Skip to main content

Counting from 1 – 10 in Braille

braille

 

Have you ever noticed in modern lifts, that the floor numbers you push often have a set of raised dots either on the button or right next to it? Did you wonder what they were?

 

The answer is that they are Braille numbers, so that people who are visually impaired or even totally blind, can find the right button for the floor they want to go to.

 

Braille is a way of “writing” any language in a way that visually impaired people can “read”. It’s made up as a set of 6 raised dots arranged in a cell, 3 dots high by 2 dots wide. This gives 64 possible combinations of dots that are used to write the letters of the alphabet, numbers, punctuation marks and even whole words.

 

It was invented by French teenager Louis Braille in 1825, at the age of just 15. At 20 years old he published the first Braille book and at 28 added maths and musical symbols too.

 

On the downloadable Braille sheets are the 26 letters of the alphabet in Braille and a set of cells for creating your own Braille document.

 

You will see that the numbers 0 to 9 are the first 10 letters of the alphabet with an additional braille number sign in front of them.

 

So let’s start by making a set of numbers we can test and learn ourselves and then we can go out and find some examples and try and read them.

 

Take a sheet of Braille cells and using the dots, write some numbers on a sheet (remember to keep a separate note of what they are!)

 

To “write” the numbers, using the point of a pencil or ball point pen, carefully push the correct dots through from the back of the sheet, so there is a small raised bump on the front of the sheet to spell out the words.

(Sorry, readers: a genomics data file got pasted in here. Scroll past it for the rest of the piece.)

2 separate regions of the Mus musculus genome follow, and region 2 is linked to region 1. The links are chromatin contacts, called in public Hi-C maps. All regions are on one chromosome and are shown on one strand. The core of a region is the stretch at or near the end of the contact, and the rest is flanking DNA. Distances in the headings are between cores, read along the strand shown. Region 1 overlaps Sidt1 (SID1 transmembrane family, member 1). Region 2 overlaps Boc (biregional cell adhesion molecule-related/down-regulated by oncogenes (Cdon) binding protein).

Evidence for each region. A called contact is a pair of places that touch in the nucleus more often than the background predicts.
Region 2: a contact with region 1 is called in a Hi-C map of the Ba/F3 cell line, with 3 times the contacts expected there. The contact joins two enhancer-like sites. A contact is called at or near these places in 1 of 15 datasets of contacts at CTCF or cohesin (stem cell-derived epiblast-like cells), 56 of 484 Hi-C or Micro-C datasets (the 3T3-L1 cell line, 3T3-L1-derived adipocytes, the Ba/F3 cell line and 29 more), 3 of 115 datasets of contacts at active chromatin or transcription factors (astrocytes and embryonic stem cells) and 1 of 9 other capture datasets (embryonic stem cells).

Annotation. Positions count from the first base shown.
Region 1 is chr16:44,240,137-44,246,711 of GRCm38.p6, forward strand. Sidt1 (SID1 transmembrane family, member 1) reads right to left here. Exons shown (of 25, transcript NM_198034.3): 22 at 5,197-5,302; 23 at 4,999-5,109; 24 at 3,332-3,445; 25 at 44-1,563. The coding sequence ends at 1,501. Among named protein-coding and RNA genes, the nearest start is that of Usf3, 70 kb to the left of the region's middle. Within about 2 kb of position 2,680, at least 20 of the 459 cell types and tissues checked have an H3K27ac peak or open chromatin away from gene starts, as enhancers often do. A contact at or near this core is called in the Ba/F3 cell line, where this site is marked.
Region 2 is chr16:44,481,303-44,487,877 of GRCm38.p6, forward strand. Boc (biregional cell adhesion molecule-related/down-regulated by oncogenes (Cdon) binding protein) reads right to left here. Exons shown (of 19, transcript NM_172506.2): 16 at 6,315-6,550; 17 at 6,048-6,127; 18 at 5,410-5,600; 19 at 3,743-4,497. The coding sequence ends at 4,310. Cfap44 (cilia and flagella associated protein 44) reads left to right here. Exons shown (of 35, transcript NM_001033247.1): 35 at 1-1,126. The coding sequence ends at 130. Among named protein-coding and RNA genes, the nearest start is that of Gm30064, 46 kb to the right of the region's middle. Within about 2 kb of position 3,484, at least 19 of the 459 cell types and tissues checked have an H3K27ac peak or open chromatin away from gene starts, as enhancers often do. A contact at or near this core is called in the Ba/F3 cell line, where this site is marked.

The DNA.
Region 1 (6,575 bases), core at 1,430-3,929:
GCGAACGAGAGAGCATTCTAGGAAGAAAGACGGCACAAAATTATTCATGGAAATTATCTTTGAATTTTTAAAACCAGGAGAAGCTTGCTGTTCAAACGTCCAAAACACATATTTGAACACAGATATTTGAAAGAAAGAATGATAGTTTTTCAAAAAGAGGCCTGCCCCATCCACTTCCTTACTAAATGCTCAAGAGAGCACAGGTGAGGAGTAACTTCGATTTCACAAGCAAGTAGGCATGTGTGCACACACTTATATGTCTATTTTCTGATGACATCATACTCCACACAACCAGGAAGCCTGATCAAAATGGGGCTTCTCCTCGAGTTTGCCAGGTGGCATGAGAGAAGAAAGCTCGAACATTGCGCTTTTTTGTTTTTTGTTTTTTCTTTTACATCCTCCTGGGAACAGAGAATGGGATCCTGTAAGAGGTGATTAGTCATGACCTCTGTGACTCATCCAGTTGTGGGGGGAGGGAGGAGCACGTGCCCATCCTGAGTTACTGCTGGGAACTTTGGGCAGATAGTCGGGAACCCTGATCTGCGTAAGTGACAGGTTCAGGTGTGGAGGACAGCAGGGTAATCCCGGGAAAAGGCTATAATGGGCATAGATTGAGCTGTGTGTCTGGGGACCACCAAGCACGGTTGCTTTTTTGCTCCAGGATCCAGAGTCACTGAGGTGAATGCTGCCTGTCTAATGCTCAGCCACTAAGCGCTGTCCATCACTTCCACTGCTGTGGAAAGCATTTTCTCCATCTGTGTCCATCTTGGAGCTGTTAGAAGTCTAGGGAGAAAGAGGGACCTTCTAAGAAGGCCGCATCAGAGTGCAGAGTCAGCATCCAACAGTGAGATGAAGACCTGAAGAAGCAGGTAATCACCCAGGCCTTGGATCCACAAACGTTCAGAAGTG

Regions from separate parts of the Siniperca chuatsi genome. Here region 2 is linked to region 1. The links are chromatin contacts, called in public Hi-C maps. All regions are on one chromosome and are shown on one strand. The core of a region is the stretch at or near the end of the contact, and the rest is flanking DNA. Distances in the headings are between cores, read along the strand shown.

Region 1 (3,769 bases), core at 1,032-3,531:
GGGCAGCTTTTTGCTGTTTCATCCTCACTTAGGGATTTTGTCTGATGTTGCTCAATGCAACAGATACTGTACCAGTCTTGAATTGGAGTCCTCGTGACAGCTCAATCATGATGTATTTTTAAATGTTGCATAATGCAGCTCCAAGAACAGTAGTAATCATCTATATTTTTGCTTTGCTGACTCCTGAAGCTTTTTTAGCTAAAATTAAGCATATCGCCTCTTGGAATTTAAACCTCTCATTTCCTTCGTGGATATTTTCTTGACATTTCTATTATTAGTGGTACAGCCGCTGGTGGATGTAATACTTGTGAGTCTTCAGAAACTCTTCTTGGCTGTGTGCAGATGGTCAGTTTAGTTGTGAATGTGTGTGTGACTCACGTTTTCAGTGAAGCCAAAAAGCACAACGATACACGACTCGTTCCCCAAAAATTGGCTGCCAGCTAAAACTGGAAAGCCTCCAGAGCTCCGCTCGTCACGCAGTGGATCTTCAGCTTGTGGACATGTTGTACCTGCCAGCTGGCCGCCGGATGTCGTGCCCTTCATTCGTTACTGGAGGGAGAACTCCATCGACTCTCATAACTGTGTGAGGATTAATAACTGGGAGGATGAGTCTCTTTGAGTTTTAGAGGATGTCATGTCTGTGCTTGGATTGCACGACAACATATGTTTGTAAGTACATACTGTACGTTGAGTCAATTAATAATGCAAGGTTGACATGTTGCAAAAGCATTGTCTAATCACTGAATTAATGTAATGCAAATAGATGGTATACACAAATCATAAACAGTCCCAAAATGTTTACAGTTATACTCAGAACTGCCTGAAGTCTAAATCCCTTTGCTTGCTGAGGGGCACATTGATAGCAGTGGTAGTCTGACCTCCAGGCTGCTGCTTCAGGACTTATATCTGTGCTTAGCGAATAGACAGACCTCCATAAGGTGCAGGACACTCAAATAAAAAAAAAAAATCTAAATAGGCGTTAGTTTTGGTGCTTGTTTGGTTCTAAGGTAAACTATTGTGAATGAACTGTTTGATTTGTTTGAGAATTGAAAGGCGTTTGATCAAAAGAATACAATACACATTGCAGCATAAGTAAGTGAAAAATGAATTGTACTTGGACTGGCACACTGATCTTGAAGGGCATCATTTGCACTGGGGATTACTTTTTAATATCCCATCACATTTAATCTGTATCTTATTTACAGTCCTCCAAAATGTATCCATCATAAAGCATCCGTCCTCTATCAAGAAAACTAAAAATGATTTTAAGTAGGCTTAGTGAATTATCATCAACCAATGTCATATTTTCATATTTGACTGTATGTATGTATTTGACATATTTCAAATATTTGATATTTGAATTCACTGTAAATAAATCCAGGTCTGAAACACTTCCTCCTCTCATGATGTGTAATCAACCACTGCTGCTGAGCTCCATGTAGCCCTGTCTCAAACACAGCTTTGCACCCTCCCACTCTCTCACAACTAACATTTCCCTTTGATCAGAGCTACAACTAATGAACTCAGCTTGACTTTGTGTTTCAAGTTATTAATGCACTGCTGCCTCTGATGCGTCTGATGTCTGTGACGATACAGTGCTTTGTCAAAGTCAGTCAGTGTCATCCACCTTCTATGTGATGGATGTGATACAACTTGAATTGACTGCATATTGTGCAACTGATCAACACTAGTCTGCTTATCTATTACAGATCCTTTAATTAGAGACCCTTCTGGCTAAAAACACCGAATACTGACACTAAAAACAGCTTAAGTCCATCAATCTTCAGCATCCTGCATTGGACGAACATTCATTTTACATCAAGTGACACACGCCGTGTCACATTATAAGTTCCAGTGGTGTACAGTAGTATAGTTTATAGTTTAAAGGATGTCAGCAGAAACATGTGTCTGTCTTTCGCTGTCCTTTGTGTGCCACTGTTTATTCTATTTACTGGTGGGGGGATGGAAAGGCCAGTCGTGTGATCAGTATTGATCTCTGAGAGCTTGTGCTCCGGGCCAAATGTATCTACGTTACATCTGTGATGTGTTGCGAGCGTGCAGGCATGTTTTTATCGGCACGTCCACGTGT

• Start with simple numbers like 1 to 10 in the correct order first, remembering to leave a space between the different numbers;
  • Then mix them up in a different order;
  • Finally pick some slightly more complicated ones like your house number at home, the year 2017 or your birth year

If you do this with a friend, each do different numbers and orders and then you can swap sheets and work out what each number is – 2 points for every one you get correct and minus 1 point for every one you get wrong.

 

Practice reading the numbers with your eyes closed until you can read them easily.

 

Now head out (with an adult if necessary) and find places where there are Braille numbers used.

 

Lifts are good places to start, especially in multi-storey car parks or tall public buildings like libraries or art galleries with lots of floors. Try and find other places where there are Braille numbers used.

 

Use a smart phone to take pictures of Braille numbers you find and send them to us telling us where you found them and what the number is. We’ll send a prize to the most unusual photo that we receive by 5pm on Friday the 6th of January.

 

braille_key-1

braille_sheet